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Cloud seeding test coming to and end this year in Winds
Jul 19, 2013 - By Bob Moen, Associated Press
Preparations are being made for a final winter of seeding clouds over the Wind River Mountains and other mountain ranges as part of the state's unique research project to determine whether the practice actually works.
"We're just continuing on and methodically continuing down that path to get to the finish line," Barry Lawrence, project manager with the Wyoming Water Development Office, said.
"A lot of good science is going on here, a lot of attention being paid to the project, and we're very pleased with how things have gone so far."
The state has invested about $13 million since 2005 in the project, which seeks to determine whether cloud seeding increases the amount of snowpack in several of the state's mountain ranges. Cloud seeding involves injecting silver iodide into clouds.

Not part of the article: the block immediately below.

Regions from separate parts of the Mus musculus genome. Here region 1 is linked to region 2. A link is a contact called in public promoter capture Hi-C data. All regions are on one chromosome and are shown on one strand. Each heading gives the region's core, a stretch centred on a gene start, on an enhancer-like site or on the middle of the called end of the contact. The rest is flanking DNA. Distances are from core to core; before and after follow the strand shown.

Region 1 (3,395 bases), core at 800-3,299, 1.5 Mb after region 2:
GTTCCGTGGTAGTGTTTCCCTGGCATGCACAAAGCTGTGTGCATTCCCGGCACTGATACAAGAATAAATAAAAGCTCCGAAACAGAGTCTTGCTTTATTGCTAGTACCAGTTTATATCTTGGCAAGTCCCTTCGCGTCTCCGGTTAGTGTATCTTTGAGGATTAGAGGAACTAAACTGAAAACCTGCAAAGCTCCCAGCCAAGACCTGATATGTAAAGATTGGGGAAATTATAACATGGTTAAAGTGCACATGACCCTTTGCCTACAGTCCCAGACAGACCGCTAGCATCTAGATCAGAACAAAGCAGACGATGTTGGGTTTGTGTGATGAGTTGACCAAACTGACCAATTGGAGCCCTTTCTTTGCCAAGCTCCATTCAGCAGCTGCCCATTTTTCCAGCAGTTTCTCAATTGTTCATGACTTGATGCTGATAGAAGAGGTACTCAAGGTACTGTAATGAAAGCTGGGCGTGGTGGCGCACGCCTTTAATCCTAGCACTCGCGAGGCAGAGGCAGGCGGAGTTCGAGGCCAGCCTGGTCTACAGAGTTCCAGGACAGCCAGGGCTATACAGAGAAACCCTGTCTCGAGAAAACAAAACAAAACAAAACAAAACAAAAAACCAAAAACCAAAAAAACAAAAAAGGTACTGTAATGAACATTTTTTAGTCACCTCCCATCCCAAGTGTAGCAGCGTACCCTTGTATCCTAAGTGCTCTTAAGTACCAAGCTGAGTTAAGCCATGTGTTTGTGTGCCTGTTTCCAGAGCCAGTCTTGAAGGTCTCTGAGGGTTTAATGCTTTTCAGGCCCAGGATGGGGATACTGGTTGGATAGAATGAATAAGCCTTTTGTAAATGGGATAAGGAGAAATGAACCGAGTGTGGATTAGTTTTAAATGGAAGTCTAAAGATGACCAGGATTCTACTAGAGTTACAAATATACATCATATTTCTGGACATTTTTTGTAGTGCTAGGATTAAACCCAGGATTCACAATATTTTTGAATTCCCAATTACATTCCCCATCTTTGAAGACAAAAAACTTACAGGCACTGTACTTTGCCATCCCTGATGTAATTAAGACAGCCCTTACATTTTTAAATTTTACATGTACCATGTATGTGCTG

Under the right conditions, the chemical can help water droplets grow and fall to the ground.
Facing water shortages and drought conditions, governments around the world and in the United States have undertaken cloud seeding in an attempt to wring more rain and snow from the sky.
Critics say the technique is not proven and could pose a threat to the environment.
Most of Wyoming's water supply comes from winter snowfall in the mountains.
Supporters of the project say increasing the state's winter snowpack would provide more water for communities and irrigation and would be cheaper than building new dams and reservoirs.
The Wyoming project has been hampered by drought conditions that have limited chances for cloud seeding the past two winters.
In order for scientists and researchers to adequately determine whether the cloud seeding has worked, they need a statistically valid set of data, which depends on the number of times cloud seeding is successfully conducted.
Lawrence said researchers succeeded in obtaining 17 cloud seeding cases last winter after getting a low of just 15 the previous winter.
During the first years of the project, when there was no drought, researchers obtained more than 30 cases in some years, he said.
"Going into the fall and into the winter we'll know better how many additional cases we'd like to have," Lawrence said.
"But we're methodically going down that path, and so we're cautiously optimistic, I would guess, that we're going to come up with scientifically credible results."
Scientists will issue a report at the end of 2014 on whether the cloud seeding worked.